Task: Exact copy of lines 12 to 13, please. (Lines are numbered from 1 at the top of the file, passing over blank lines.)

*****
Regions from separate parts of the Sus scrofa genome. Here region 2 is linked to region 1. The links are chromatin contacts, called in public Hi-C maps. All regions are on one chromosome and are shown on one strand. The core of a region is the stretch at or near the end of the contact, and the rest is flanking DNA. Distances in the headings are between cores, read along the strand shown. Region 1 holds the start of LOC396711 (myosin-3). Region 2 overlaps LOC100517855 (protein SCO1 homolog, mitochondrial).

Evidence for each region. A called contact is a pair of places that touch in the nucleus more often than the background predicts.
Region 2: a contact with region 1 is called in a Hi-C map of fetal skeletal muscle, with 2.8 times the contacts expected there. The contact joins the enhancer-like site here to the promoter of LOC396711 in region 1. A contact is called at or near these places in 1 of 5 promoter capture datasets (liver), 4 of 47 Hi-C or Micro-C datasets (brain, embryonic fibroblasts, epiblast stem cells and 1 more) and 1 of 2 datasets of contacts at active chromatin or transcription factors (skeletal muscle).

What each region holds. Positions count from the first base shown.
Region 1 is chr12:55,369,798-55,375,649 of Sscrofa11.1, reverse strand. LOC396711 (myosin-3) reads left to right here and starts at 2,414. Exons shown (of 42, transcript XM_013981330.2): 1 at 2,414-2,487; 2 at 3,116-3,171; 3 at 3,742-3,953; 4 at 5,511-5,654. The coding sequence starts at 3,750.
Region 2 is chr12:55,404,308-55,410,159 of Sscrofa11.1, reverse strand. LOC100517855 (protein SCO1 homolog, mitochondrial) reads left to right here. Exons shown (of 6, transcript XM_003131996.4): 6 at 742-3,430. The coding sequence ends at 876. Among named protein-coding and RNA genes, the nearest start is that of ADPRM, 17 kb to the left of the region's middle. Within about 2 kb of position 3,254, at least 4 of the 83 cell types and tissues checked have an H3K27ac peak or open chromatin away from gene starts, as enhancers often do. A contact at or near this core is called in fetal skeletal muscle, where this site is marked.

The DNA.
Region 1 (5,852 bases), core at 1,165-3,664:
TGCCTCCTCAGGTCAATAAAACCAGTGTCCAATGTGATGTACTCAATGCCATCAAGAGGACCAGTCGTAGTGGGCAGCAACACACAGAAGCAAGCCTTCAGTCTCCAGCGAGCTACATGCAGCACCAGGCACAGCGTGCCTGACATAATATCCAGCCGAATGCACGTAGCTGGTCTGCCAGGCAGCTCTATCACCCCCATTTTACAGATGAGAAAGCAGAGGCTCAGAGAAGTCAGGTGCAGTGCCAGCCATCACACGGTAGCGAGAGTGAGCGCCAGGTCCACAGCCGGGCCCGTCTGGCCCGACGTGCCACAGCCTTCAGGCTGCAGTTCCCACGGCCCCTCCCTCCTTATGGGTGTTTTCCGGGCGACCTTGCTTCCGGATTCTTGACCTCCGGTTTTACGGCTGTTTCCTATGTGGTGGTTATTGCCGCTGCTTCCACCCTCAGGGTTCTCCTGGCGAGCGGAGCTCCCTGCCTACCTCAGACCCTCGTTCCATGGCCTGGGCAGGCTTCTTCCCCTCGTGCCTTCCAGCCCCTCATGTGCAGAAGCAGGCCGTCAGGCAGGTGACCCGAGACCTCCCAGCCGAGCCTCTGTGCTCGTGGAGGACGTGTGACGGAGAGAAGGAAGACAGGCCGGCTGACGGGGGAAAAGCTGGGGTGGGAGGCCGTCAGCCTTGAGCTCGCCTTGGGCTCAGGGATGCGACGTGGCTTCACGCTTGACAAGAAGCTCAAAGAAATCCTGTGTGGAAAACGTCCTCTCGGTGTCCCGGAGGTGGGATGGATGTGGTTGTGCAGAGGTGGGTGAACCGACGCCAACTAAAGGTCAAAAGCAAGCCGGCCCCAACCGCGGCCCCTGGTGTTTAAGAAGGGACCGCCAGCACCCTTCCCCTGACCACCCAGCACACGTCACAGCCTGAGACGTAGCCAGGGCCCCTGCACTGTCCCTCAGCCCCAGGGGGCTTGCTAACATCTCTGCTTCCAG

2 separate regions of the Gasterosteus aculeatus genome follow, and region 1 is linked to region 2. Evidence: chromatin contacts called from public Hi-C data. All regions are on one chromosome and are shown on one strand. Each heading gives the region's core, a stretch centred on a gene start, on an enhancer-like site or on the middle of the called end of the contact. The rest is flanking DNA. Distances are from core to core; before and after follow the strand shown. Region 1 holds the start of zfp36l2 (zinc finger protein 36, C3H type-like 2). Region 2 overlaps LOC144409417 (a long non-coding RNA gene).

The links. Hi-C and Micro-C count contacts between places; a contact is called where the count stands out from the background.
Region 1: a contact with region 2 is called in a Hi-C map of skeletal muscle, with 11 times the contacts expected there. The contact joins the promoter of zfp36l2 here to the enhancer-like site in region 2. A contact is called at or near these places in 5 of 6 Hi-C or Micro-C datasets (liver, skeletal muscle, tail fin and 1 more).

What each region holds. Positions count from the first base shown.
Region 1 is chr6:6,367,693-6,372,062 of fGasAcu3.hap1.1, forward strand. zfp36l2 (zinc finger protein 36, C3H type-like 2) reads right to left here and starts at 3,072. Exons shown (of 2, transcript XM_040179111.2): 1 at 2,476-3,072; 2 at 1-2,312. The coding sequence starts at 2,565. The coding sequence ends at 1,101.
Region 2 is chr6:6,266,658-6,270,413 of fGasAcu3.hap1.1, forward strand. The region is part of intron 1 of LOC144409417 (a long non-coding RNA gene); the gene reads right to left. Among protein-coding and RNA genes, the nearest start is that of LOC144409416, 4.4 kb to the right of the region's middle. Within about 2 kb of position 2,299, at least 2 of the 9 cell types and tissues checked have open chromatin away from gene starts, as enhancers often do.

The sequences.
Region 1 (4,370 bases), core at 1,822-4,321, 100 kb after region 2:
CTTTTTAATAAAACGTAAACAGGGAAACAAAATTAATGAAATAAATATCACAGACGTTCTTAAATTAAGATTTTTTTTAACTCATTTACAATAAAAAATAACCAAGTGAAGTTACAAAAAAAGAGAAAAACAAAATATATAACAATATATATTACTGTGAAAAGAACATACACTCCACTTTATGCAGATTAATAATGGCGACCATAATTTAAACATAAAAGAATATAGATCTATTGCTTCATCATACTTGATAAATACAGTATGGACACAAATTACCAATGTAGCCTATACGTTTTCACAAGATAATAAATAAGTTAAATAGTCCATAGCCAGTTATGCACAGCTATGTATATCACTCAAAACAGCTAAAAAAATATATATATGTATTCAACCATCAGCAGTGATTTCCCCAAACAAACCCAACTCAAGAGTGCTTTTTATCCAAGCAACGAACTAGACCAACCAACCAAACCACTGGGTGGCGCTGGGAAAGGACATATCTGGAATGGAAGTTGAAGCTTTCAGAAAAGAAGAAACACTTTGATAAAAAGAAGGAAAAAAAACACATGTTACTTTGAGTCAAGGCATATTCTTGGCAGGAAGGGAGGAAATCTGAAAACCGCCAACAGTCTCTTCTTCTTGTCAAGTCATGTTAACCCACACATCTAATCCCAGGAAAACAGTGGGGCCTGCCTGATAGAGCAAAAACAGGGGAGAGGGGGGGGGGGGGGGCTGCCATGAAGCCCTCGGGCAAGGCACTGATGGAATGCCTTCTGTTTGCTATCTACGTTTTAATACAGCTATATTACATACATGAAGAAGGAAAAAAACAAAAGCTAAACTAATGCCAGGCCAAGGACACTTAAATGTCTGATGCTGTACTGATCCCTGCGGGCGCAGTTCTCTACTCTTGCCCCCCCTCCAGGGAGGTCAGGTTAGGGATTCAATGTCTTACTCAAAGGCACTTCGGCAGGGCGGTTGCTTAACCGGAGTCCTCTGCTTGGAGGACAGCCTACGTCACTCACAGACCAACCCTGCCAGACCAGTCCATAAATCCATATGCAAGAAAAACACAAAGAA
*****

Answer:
Region 1: a contact with region 2 is called in a Hi-C map of skeletal muscle, with 11 times the contacts expected there. The contact joins the promoter of zfp36l2 here to the enhancer-like site in region 2. A contact is called at or near these places in 5 of 6 Hi-C or Micro-C datasets (liver, skeletal muscle, tail fin and 1 more).

What each region holds. Positions count from the first base shown.